The last transfer of power in Lesotho to Pakalitha Mosisili in 1998 ended in riots and violence by opposition supporters who did not believe that Mosisili’s party had truly won a crushing victory in the 1997 election — although the vote largely reflected the will of the people, the crisis ended only with international intervention from South Africa.
So with word that Mosisili has given up hope to form a coalition headed by his breakaway Democratic Congress party, the path seems clear for an orderly — and peaceful — transfer of power from Mosisili to Tom Thabane, former foreign minister and one-time protegé of Mosisili, later this week.
In the parliamentary election on May 26, Democratic Congress — a party formed only in February 2012 as a splinter from Mosisili’s longstanding Lesotho Congress for Democracy party — won 48 seats. The Lesotho Congress for Democracy, under Mothetjoa Metsing, won just 26 seats, as somewhat of an evolved protest group, while Thabane’s All Basotho Convention won 30 seats.
Together with the Basotho National Party, the LCD and the ABC are expected to form a coalition under Thabane.
The peaceful transfer of power in the small mountainous country (it’s surrounded entirely by the national of South Africa) comes just after a remarkably similar transfer in Senegal earlier this year. As in Senegal, the transfer from Mosisili to Thabane is expected to be marked more by continuity than by rupture.
Lesotho, which notched a GDP growth rate of around 2.5% throughout the prior decade, has benefitted from its strong relationship to the powerful South African economy — in particular, it has benefitted from exporting textiles to South Africa. The country is also rich in two natural resources: diamonds and water — in 2004, Mosisili notably launched the Lesotho Highlands Water Project to boost the export of water to South Africa.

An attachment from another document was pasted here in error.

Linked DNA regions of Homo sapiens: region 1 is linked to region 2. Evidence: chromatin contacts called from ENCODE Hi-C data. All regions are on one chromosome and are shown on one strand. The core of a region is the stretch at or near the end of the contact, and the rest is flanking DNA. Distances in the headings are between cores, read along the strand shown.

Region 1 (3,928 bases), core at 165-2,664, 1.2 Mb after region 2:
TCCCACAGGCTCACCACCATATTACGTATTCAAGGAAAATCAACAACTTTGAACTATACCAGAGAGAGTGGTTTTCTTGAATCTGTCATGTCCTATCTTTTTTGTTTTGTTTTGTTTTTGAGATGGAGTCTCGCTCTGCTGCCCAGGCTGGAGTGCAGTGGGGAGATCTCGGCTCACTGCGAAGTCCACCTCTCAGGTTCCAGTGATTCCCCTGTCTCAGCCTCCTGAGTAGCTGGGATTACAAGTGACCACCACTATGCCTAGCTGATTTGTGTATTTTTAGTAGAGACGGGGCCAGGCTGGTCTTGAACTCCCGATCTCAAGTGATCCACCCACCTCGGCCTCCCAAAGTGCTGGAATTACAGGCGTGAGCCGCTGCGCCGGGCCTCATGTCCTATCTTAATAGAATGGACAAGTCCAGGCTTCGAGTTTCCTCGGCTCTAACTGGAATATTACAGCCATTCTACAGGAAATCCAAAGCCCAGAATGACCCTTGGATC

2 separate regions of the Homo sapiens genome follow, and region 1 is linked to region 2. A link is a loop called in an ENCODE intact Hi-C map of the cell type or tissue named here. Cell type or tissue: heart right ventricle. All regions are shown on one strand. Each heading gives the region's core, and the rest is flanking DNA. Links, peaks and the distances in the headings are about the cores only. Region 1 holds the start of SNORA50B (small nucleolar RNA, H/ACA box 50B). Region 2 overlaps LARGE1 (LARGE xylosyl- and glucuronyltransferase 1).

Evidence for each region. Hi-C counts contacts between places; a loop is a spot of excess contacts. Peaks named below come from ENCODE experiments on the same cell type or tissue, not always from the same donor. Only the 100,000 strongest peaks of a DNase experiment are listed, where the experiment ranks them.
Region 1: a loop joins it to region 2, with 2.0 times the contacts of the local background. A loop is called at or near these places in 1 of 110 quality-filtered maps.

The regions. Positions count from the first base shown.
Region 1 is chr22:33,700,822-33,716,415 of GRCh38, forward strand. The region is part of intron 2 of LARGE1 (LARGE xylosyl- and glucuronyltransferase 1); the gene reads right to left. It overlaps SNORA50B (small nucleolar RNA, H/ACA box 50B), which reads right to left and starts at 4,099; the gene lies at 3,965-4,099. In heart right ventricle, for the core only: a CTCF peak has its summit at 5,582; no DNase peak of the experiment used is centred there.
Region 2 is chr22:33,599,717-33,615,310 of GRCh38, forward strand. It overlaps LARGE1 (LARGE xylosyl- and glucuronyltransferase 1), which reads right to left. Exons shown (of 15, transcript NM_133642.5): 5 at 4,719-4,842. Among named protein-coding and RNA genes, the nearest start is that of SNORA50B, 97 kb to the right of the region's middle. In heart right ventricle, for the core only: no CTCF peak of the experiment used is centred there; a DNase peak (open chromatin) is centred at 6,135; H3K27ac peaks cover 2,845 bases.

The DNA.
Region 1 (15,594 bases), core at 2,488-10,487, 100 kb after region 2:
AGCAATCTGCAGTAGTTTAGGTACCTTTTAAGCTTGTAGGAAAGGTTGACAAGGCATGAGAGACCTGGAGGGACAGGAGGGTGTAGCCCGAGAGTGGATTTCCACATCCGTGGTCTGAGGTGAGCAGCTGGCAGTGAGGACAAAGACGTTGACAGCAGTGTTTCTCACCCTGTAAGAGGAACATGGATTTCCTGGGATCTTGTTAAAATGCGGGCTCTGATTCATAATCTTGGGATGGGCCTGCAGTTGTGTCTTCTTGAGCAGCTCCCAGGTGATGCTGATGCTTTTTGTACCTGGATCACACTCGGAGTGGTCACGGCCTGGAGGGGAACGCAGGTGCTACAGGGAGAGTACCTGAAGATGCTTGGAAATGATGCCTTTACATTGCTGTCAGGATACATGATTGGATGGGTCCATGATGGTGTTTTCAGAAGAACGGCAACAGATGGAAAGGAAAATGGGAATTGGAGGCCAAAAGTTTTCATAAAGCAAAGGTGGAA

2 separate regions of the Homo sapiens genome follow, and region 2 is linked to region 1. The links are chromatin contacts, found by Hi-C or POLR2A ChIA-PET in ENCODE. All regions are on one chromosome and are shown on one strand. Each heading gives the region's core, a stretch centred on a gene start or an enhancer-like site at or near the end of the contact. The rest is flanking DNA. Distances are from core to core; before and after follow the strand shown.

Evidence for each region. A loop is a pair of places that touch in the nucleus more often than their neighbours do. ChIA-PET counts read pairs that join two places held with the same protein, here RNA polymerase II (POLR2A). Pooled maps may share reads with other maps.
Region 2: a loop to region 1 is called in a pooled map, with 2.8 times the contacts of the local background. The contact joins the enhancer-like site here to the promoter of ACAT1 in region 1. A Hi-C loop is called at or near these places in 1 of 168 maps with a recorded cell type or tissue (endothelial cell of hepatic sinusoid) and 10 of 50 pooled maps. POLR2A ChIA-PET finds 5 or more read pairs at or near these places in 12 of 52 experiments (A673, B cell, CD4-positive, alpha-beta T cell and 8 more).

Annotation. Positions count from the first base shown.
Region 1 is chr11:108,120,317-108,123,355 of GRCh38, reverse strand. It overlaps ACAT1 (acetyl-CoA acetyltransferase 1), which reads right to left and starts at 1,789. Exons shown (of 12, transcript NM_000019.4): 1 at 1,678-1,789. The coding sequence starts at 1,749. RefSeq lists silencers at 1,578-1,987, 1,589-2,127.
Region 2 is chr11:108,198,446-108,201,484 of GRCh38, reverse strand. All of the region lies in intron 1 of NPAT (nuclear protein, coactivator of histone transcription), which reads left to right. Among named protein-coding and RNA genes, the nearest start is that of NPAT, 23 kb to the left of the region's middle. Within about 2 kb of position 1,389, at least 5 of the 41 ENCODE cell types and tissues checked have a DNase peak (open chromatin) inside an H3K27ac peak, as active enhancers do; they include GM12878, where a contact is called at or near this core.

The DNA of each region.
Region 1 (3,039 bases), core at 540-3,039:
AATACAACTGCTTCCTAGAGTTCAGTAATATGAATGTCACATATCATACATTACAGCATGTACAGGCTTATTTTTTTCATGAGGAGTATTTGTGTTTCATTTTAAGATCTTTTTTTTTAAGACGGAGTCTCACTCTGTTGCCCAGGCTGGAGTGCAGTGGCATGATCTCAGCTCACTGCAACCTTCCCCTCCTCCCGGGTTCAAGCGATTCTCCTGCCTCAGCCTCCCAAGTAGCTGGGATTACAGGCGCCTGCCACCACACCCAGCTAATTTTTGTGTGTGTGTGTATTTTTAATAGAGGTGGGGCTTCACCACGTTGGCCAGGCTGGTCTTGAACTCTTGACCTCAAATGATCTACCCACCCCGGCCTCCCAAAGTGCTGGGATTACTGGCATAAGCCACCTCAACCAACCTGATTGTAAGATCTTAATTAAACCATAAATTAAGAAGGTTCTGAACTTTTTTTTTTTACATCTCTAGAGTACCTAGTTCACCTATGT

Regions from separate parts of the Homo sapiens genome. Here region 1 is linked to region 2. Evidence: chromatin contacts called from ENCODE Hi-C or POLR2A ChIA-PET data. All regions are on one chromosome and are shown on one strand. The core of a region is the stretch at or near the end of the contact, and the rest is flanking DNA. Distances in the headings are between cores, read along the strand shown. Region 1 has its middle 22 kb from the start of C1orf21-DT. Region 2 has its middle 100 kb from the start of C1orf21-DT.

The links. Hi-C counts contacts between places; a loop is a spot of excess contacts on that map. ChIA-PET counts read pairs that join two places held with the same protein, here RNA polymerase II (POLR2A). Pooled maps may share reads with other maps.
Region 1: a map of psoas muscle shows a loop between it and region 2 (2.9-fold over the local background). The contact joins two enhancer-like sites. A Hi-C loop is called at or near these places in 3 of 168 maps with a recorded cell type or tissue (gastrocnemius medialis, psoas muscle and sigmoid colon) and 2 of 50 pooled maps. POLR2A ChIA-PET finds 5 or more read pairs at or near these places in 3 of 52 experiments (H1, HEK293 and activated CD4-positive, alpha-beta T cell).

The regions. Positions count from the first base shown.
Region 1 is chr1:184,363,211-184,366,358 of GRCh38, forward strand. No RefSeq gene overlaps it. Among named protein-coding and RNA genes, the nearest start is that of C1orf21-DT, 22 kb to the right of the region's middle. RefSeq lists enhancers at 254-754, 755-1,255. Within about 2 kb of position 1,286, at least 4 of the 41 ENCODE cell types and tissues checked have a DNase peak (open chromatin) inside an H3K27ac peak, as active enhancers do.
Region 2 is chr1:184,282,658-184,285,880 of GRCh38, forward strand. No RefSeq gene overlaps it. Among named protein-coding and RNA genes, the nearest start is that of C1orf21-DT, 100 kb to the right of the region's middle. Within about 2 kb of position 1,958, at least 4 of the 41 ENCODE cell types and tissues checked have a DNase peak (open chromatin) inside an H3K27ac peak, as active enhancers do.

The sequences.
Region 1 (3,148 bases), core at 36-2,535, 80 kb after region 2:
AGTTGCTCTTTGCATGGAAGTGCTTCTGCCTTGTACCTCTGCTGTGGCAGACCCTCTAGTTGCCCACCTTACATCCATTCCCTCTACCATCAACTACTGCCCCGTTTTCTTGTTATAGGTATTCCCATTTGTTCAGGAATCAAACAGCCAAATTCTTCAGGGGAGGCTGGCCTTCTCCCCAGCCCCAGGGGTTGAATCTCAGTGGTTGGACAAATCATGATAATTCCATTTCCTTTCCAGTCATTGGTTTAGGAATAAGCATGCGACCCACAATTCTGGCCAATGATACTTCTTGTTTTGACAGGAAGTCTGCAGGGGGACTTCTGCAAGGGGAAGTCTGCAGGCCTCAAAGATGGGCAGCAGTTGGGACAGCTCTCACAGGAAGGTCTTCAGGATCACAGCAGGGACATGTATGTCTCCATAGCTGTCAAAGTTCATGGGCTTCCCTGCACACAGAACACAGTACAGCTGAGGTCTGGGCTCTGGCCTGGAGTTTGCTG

The major issues in the election were not unlike issues throughout the rest of southern Africa. Lesotho’s HIV/AIDS rate is estimated to be around 25%, (although Mosisili’s governments worked to push for universal HIV testing and free anti-retroviral drugs). Poverty is widespread in a country that’s taken an economic hit in the wake of the global downturn and fewer job opportunities in South Africa, despite Mosisili’s efforts to introduce free education and pensions for the elderly (keep in mind, however, that life expectancy is around 52 years). With a homogenous population of just 2 million, however, Lesotho has not been plagued with the sorts of inter-ethnic, tribal or racial tensions that have scarred much of sub-Saharan Africa, including South Africa.
In particular, Thabane’s ABC, which has attracted much of its support in among the 25% of the Bosotho population that is urban-dwelling and not rural, has focused on Basotho-Chinese tensions — Chinese traders in Lesotho are eroding Lesotho’s edge in textiles, causing a fair amount of disenchantment among the Basotho.
The challenge for Thabane and his government will be to find a path for Lesotho’s economy beyond textile exports, and to ensure that Lesotho continues to be part of a wave of economic growth that’s now hitting much of sub-Saharan Africa. That Thabane will benefit from an orderly transfer of power following free and fair elections — in marked contrast to the 1998 riots — puts Lesotho within a small but growing subset of African countries with strengthening democratic norms and increased political stability.